In a day-long anti-poaching drive by Delhi based NGO Wildlife SOS & the Uttar Pradesh Forest Department, 34 snakes were recovered from snake charmers on the last Shravan Somvar recently.
Due to Lord Shivas frequent depiction with a snake coiled around his neck, snake charmers take advantage of the peoples devotion by displaying snakes outside temples, in an attempt to extract money from them.
This year, a total of 111 snakes were seized from this cruel and illegal practice.
Earlier this week, a nine-member team from Wildlife SOS & the Forest Department took to the streets of Agra, in an effort to reprimand snake charmers who were exploiting innocent snakes, to scam devotees at temple gatherings. Lured by the mystical appeal of the snake charmers (saperas), the misinformed public is often duped into giving them large sums of money in exchange for blessings and good luck.
The team seized a total of 34 snakes from snake charmers squatting outside Khandari, Balkeshwar, Mankameshwar, Rajeshwar, Prithivinath and Rawli temples. With temperatures touching almost 33C on Wednesday, the snakes were all suffering from severe dehydration and exhaustion. In all, 30 cobras and four rat snakes were recovered from this inhuman and absurd practice. Currently, they are under temporary observation at the Wildlife SOS rescue facility, noted a release issued by the NGO.
Baiju Raj M.V, director, conservation projects of Wildlife SOS said, Some of the saperas had wrapped the snakes around their necks while others were displaying the snakes in their baskets to attract the attention of the public. While we intercepted them, we also addressed the crowd to spread a conscious message and implored them to say no to such practises.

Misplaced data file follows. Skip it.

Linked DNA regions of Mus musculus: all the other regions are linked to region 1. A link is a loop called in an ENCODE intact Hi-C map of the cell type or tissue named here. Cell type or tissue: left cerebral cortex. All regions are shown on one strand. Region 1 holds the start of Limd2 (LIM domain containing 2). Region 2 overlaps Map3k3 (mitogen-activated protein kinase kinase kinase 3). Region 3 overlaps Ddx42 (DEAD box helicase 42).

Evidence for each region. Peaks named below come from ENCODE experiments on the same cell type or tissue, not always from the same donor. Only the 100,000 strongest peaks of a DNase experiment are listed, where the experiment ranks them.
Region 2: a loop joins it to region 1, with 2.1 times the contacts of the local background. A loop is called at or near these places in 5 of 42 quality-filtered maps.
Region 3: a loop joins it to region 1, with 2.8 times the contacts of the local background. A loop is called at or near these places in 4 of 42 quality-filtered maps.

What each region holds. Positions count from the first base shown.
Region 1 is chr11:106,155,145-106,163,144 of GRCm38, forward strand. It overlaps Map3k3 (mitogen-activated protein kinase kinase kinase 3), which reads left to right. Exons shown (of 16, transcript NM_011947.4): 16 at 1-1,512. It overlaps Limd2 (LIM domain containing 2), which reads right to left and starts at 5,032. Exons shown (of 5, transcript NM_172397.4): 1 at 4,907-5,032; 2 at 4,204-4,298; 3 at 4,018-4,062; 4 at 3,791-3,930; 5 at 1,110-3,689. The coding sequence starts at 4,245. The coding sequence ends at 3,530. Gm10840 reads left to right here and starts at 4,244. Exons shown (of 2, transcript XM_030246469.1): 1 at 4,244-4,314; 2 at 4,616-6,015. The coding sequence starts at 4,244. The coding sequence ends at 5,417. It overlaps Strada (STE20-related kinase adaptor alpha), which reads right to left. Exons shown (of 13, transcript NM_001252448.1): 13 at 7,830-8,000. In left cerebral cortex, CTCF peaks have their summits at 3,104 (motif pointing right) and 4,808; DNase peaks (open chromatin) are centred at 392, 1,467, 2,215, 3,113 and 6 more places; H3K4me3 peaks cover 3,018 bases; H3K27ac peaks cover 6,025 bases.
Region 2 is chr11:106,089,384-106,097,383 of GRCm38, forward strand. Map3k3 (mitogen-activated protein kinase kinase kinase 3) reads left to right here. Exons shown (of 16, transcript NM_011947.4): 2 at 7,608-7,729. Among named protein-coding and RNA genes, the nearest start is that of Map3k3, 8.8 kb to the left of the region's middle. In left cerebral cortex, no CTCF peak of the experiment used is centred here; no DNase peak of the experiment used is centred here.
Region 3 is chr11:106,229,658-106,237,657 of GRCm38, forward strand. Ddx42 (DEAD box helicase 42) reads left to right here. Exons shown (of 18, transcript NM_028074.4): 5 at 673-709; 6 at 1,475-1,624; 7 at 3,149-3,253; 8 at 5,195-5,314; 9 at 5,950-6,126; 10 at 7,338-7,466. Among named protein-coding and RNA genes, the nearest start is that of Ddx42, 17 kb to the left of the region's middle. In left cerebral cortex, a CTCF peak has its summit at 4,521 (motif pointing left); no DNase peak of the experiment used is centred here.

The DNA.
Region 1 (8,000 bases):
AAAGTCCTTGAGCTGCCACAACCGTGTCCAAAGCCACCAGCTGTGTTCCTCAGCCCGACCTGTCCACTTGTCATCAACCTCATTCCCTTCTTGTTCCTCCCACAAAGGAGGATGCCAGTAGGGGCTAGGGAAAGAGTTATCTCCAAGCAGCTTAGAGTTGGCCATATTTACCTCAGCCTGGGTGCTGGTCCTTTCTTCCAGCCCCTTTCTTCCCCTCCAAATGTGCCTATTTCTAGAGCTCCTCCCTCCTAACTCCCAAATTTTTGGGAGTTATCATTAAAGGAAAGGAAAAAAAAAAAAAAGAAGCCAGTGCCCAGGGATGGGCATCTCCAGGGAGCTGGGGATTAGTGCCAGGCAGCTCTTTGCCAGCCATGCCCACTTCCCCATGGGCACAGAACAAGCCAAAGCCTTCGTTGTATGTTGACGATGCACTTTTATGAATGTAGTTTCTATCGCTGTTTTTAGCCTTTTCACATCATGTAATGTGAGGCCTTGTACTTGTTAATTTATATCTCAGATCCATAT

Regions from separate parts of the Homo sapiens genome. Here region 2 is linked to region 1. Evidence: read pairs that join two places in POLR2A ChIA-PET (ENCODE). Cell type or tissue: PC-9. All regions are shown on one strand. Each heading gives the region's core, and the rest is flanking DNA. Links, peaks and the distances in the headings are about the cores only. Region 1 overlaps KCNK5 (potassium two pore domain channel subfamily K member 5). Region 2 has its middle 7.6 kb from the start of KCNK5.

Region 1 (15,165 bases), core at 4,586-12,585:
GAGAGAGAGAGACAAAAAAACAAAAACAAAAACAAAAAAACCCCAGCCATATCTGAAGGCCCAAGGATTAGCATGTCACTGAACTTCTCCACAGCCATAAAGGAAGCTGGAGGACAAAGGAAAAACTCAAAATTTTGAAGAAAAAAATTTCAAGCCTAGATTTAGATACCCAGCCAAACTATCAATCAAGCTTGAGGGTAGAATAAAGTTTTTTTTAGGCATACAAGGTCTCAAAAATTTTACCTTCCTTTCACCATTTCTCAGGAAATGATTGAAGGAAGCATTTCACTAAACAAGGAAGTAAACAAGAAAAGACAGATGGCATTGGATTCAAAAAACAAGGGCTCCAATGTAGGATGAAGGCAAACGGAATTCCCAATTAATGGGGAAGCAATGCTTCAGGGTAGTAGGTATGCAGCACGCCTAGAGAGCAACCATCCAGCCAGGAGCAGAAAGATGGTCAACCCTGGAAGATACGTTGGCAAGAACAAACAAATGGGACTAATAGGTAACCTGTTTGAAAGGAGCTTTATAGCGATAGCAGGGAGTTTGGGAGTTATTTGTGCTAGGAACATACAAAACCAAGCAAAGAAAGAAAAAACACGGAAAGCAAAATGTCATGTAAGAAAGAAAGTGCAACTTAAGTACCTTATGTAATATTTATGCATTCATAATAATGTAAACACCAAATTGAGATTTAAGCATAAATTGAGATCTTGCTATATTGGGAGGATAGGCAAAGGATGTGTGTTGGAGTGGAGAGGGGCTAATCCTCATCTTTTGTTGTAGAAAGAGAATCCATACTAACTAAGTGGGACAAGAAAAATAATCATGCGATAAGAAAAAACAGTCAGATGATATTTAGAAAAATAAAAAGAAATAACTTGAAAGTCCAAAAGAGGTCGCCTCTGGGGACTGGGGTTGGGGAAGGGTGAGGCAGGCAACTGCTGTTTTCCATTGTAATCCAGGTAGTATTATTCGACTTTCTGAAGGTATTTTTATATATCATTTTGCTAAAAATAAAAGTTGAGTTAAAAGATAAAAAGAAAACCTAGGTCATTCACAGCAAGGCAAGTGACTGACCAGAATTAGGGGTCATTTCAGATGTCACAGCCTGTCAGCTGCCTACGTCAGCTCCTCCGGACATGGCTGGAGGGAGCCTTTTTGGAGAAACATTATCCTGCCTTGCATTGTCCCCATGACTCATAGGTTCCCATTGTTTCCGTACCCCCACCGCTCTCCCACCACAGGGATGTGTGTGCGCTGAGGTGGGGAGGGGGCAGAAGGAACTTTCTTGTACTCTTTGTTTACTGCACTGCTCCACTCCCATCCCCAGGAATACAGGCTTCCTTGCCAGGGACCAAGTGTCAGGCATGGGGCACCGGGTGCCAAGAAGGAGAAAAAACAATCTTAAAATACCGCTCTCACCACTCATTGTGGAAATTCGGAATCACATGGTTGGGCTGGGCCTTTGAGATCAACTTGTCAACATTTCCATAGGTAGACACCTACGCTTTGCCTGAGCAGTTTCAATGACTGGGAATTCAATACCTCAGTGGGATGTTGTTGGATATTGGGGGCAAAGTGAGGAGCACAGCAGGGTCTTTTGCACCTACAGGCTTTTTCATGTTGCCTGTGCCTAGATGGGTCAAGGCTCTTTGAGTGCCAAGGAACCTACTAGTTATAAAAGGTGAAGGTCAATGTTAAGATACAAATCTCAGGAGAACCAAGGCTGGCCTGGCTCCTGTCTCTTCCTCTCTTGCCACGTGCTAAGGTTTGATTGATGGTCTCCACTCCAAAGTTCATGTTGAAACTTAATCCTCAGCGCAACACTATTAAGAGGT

Snake charming is not enchanting, or brave and there are no skills involved in this practice. The act of charming a snake with a flute or pungi is based on incorrect facts, as in reality snakes dont have ears and therefore cannot hear the music being played. They simply follow the movement of the flute that the snake charmer holds and considering it to be a threat, sways with it in order to strike it.
Kartick Satyanarayan, CEO of Wildlife SOS, said, Over four consecutive Mondays, we have seized a total of 111 snakes from Agra and Mathura. Cases like this confirm that snake poaching under the guise of snake charming is rampant across the country. There are hundreds of beliefs and myths surrounding snakes which are highly misleading and have given way to superstition over time. Snake charming is one among them and this practice has long been associated with tradition and religious veneration in India.
Manish Mittal, DFO Agra, said, Please do not encourage such practises as it promotes animal cruelty and wildlife poaching. Snake charming is illegal in India and is a punishable offence under Indian laws.
Wildlife SOS urges tourists and locals to avoid giving alms and thereby encouraging snake charmers from using it for display and entertainment, as this is an act of cruelty towards animals and promotes the illegal possession of protected wildlife species.